Drug Development

• Foxgloves – Digitalis purpurea
• The leaves are poisonous when eaten by humans and animals.
• They have a string bitter taste as a warning.
• Symptoms of poisoning:
o Dizziness
o Vomiting
o Diarrhoea
o Hallucinations
o Heart failure – irregular heart beat rate
• This effect on heart beat rate meant that it was use in moderation as a remedy for dropsy.
• The accumulation of fluid in the bodies tissues.
• A painful condition that can result in a slow death.
• Caused by heart and kidney problems it results in an increased blood pressure.
• This means tissue fluid fails to return to the capillaries and so builds up in patients feet, legs and organs.
• Eventually the patient dies by drowning due to fluid accumulation on the lung.
• William Withering had heard of foxgloves curative properties for dropsy, but here was no evidence to prove this until he began his investigations into the plants medicinal properties after meeting a wise woman called Mrs Hutton.
• Mrs Hutton used foxglove as one ingredient in her “special tea” which seemed to treat the symptoms of dropsy.
• Withering proposed that it was the foxglove which contained the active ingredient.
• He began making his own version of the tea which proved successful in treating one patient but
nearly killed another and so he gave up.
• Withering move to Birmingham hospital which saw a great number of dropsy cases and Withering was persuaded to restart his investigations.
• Discovering and recording the side-effects of the digitalis.
• Withering discovered that the dosage was vitally important in the success of the medicine.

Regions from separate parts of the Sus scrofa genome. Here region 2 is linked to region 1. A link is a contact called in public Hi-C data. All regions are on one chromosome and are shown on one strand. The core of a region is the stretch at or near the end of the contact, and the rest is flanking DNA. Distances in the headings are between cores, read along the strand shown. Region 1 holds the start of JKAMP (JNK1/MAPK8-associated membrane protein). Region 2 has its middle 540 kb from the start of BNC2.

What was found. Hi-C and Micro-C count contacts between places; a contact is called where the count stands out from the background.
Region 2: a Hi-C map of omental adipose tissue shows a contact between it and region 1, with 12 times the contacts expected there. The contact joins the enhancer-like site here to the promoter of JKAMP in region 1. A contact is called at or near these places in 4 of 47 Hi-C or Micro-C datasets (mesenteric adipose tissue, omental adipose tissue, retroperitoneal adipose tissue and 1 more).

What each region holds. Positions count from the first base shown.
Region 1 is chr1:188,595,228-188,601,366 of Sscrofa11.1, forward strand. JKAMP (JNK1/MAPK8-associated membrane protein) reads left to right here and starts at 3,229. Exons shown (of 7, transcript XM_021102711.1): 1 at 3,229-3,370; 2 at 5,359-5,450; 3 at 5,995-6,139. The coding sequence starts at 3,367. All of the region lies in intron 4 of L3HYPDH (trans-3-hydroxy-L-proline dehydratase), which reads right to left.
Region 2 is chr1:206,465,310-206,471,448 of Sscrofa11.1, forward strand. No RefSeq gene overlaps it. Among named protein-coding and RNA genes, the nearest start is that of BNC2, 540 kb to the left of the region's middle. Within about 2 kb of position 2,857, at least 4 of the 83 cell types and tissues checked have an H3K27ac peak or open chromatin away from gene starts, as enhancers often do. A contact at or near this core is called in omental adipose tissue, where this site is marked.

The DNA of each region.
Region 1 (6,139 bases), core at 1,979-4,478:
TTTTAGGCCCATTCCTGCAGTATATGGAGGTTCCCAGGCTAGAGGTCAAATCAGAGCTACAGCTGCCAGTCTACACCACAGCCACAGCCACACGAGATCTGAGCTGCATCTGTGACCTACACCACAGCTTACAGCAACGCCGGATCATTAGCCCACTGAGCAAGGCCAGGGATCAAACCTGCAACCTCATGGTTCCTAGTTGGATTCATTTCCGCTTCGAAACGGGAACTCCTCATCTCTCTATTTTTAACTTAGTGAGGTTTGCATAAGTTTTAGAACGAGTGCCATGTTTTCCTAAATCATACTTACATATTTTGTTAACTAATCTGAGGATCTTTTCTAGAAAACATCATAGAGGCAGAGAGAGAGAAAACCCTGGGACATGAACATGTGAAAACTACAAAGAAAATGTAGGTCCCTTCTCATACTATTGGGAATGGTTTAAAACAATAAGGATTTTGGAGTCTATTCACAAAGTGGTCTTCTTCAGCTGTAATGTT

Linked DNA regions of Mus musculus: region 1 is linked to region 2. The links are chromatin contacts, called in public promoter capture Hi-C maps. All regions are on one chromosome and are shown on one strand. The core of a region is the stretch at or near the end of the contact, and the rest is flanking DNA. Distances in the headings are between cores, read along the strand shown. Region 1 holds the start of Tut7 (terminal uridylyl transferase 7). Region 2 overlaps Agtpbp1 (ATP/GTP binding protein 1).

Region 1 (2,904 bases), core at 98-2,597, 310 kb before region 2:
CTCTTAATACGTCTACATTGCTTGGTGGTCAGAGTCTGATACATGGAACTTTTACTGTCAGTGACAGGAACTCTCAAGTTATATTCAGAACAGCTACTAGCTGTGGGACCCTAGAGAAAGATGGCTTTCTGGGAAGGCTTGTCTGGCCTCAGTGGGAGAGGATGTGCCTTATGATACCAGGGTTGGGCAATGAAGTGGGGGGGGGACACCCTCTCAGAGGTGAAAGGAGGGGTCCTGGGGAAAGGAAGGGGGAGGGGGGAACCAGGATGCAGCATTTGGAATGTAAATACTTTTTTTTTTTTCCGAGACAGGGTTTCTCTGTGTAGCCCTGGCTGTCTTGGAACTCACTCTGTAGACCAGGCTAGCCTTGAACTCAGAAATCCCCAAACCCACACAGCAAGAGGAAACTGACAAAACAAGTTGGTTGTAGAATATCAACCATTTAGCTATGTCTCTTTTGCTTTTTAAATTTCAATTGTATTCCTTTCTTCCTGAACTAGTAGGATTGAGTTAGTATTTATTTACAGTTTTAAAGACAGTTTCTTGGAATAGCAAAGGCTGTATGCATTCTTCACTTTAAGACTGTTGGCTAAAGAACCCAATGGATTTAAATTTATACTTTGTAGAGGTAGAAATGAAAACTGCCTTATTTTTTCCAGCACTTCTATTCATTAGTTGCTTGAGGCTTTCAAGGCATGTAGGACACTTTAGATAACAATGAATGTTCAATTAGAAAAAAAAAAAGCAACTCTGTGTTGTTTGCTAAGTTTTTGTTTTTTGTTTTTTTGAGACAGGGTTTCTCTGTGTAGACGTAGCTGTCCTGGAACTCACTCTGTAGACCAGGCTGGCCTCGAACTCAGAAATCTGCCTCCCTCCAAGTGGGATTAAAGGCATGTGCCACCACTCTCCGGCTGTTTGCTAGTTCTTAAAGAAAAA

• He would administer the patient with increasing amounts until diarrhoea and vomiting was induced and then reduce the dosage slightly from that point, this enabled him to find the correct dosage for each patient.
• After 10 years of studying the medicinal properties of the digitals Withering wrote a book.
• Withering helped to change the face of the medical practice for ever.
• We now know the active ingredient in the foxglove to be a chemical called digitalin.
• Withering found Digitalis
• Now the active ingredient in drug mixtures to treat Dropsy
• When the heart is too weak to circulate blood effectively now known to be the cause of limb swelling
• Digitalis is not now accepted for treatment of heart disease
• Digitoxin used as treatment to slow muscular dystrophy and to reduce pressure in the eye of Glaucoma victims
• An overdose of Foxglove is fatal
• He gave more and more to his patients until they either:
o showed signs of recovery
o died
• 1 patient almost died of a heart attack
• On average it takes 10 -12 years and £550 million to develop a new drug.
• New drugs go through a rigorous round of testing.
• A new drug has to be effective, safe, stable, easily absorbed and removed from the body and easily manufactured on a large scale.
• Potential new substances are analysed and the active ingredient identified and copied so that it can be manufactured synthetically.
• Slight variations to the chemical structure are made to see if increases the medicinal effect.
• Nowadays many new drugs are discovered through computer modelling chemical structures.
• Once a compound has been identified a series of trials begin.
• There are five stages:
• First is preclinical testing
• Followed by three phases of clinical trials
• Then a final after licensing trial.

Animal and laboratory studies on cells and tissues so assess safety and effectiveness of the compound
Small group of volunteers normally healthy are given the drug to see if it is absorbed, distributed and excreted by the body by the predicted mechanisms.
A small group of people with the disease are treated to look at drugs effectiveness.
Large group of patients is used split into two groups one given a placebo and the others given the active drug. This is done as a double-blind randomised controlled trail, neither the patients nor the doctors know who has been given what. If statistically significant results come back showing the drug has worked. If all goes well the drug can then be licensed and marketed.
Trials continue collecting data on the effectiveness and safety.